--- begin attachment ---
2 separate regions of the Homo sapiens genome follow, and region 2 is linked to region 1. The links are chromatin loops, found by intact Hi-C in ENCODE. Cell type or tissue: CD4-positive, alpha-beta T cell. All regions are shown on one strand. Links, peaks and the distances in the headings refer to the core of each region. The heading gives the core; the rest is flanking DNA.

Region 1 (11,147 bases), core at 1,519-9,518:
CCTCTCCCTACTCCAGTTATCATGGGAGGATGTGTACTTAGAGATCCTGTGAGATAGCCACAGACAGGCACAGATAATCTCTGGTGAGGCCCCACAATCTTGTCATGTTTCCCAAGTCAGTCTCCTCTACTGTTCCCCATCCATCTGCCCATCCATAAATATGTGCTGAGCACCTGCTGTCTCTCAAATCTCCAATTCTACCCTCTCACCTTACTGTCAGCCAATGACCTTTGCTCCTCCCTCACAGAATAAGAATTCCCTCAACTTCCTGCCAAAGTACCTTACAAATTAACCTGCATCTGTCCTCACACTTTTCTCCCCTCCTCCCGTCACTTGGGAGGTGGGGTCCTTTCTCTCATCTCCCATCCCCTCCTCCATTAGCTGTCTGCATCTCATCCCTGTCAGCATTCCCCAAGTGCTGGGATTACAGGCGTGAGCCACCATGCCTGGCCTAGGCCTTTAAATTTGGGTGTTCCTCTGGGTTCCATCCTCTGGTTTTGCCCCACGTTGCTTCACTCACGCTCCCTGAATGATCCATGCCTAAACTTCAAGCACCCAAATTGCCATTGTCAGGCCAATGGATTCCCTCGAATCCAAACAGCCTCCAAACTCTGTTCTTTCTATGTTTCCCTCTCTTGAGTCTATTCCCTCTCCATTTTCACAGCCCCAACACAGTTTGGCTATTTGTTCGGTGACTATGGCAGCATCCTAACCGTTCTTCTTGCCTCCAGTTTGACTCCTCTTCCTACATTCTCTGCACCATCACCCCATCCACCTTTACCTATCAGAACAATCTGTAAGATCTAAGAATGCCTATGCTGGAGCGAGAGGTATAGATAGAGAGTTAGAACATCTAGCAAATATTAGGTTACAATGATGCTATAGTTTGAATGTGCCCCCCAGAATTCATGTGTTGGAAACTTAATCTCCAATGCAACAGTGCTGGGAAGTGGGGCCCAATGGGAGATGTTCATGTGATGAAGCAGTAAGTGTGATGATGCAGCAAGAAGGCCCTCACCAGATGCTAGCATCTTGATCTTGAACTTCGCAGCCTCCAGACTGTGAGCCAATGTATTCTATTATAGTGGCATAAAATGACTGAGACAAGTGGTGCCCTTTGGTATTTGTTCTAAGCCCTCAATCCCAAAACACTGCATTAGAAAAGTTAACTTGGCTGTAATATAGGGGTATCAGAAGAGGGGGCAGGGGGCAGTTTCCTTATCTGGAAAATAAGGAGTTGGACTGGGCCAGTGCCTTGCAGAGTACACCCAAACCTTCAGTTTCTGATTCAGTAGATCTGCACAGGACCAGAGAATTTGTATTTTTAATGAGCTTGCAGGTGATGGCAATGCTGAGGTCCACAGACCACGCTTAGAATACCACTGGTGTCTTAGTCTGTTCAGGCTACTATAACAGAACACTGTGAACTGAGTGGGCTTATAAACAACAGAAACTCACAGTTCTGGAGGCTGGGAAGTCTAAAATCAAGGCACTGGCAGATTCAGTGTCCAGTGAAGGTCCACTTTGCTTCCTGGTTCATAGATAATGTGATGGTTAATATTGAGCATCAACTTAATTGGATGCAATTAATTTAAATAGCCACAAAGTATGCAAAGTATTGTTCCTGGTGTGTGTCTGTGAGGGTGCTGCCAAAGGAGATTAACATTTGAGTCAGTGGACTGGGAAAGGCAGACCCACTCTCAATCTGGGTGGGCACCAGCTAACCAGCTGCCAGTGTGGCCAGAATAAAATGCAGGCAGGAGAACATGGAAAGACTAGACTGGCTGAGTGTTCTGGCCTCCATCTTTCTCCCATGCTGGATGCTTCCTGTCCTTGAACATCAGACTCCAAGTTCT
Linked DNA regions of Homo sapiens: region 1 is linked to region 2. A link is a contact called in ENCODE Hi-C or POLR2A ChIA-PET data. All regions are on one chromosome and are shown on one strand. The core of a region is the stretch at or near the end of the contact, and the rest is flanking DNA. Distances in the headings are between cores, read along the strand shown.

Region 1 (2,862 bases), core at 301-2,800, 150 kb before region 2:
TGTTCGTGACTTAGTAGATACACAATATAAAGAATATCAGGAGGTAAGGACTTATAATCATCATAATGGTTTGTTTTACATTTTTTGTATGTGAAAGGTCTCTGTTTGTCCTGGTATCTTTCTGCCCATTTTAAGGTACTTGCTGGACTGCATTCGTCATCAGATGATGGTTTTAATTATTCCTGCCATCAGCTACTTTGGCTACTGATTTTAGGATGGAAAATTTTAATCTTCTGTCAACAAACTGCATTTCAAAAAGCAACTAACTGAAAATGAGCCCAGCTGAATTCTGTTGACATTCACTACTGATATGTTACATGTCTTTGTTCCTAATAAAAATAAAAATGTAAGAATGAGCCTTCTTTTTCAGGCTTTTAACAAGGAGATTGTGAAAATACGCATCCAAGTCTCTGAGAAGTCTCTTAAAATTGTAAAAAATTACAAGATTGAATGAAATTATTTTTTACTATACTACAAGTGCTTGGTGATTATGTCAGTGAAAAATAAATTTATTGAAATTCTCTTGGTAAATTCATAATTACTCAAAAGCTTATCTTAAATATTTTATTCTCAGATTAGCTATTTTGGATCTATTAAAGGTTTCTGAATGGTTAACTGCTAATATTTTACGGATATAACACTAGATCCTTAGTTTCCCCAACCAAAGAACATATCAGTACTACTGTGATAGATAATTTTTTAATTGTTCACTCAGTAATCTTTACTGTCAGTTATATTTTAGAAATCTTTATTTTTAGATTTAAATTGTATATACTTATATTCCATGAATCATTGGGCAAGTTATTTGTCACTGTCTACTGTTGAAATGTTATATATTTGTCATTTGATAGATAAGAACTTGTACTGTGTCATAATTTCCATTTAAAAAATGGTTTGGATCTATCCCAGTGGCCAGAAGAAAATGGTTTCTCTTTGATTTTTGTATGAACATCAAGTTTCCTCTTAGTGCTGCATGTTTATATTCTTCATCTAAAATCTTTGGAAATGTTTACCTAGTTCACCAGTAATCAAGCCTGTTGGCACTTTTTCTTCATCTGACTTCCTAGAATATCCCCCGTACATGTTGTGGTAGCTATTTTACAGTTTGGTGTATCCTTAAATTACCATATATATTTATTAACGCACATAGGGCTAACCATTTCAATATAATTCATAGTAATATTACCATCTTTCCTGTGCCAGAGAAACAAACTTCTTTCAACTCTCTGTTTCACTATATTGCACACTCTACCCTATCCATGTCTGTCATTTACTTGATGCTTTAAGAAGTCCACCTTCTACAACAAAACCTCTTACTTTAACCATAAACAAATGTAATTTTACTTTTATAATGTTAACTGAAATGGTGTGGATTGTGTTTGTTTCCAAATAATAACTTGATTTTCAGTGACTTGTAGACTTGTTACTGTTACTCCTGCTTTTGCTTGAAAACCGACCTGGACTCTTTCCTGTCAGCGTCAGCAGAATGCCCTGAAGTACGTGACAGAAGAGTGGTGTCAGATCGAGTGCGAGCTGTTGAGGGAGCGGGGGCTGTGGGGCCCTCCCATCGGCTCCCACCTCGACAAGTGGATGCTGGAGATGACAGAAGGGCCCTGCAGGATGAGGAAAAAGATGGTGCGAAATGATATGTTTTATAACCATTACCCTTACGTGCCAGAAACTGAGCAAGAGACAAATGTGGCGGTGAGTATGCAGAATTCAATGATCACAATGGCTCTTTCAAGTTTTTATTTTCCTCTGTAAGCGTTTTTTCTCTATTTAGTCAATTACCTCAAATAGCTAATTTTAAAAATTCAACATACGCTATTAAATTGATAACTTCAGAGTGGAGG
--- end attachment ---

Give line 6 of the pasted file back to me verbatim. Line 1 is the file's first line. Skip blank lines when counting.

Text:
TGTTCGTGACTTAGTAGATACACAATATAAAGAATATCAGGAGGTAAGGACTTATAATCATCATAATGGTTTGTTTTACATTTTTTGTATGTGAAAGGTCTCTGTTTGTCCTGGTATCTTTCTGCCCATTTTAAGGTACTTGCTGGACTGCATTCGTCATCAGATGATGGTTTTAATTATTCCTGCCATCAGCTACTTTGGCTACTGATTTTAGGATGGAAAATTTTAATCTTCTGTCAACAAACTGCATTTCAAAAAGCAACTAACTGAAAATGAGCCCAGCTGAATTCTGTTGACATTCACTACTGATATGTTACATGTCTTTGTTCCTAATAAAAATAAAAATGTAAGAATGAGCCTTCTTTTTCAGGCTTTTAACAAGGAGATTGTGAAAATACGCATCCAAGTCTCTGAGAAGTCTCTTAAAATTGTAAAAAATTACAAGATTGAATGAAATTATTTTTTACTATACTACAAGTGCTTGGTGATTATGTCAGTGAAAAATAAATTTATTGAAATTCTCTTGGTAAATTCATAATTACTCAAAAGCTTATCTTAAATATTTTATTCTCAGATTAGCTATTTTGGATCTATTAAAGGTTTCTGAATGGTTAACTGCTAATATTTTACGGATATAACACTAGATCCTTAGTTTCCCCAACCAAAGAACATATCAGTACTACTGTGATAGATAATTTTTTAATTGTTCACTCAGTAATCTTTACTGTCAGTTATATTTTAGAAATCTTTATTTTTAGATTTAAATTGTATATACTTATATTCCATGAATCATTGGGCAAGTTATTTGTCACTGTCTACTGTTGAAATGTTATATATTTGTCATTTGATAGATAAGAACTTGTACTGTGTCATAATTTCCATTTAAAAAATGGTTTGGATCTATCCCAGTGGCCAGAAGAAAATGGTTTCTCTTTGATTTTTGTATGAACATCAAGTTTCCTCTTAGTGCTGCATGTTTATATTCTTCATCTAAAATCTTTGGAAATGTTTACCTAGTTCACCAGTAATCAAGCCTGTTGGCACTTTTTCTTCATCTGACTTCCTAGAATATCCCCCGTACATGTTGTGGTAGCTATTTTACAGTTTGGTGTATCCTTAAATTACCATATATATTTATTAACGCACATAGGGCTAACCATTTCAATATAATTCATAGTAATATTACCATCTTTCCTGTGCCAGAGAAACAAACTTCTTTCAACTCTCTGTTTCACTATATTGCACACTCTACCCTATCCATGTCTGTCATTTACTTGATGCTTTAAGAAGTCCACCTTCTACAACAAAACCTCTTACTTTAACCATAAACAAATGTAATTTTACTTTTATAATGTTAACTGAAATGGTGTGGATTGTGTTTGTTTCCAAATAATAACTTGATTTTCAGTGACTTGTAGACTTGTTACTGTTACTCCTGCTTTTGCTTGAAAACCGACCTGGACTCTTTCCTGTCAGCGTCAGCAGAATGCCCTGAAGTACGTGACAGAAGAGTGGTGTCAGATCGAGTGCGAGCTGTTGAGGGAGCGGGGGCTGTGGGGCCCTCCCATCGGCTCCCACCTCGACAAGTGGATGCTGGAGATGACAGAAGGGCCCTGCAGGATGAGGAAAAAGATGGTGCGAAATGATATGTTTTATAACCATTACCCTTACGTGCCAGAAACTGAGCAAGAGACAAATGTGGCGGTGAGTATGCAGAATTCAATGATCACAATGGCTCTTTCAAGTTTTTATTTTCCTCTGTAAGCGTTTTTTCTCTATTTAGTCAATTACCTCAAATAGCTAATTTTAAAAATTCAACATACGCTATTAAATTGATAACTTCAGAGTGGAGG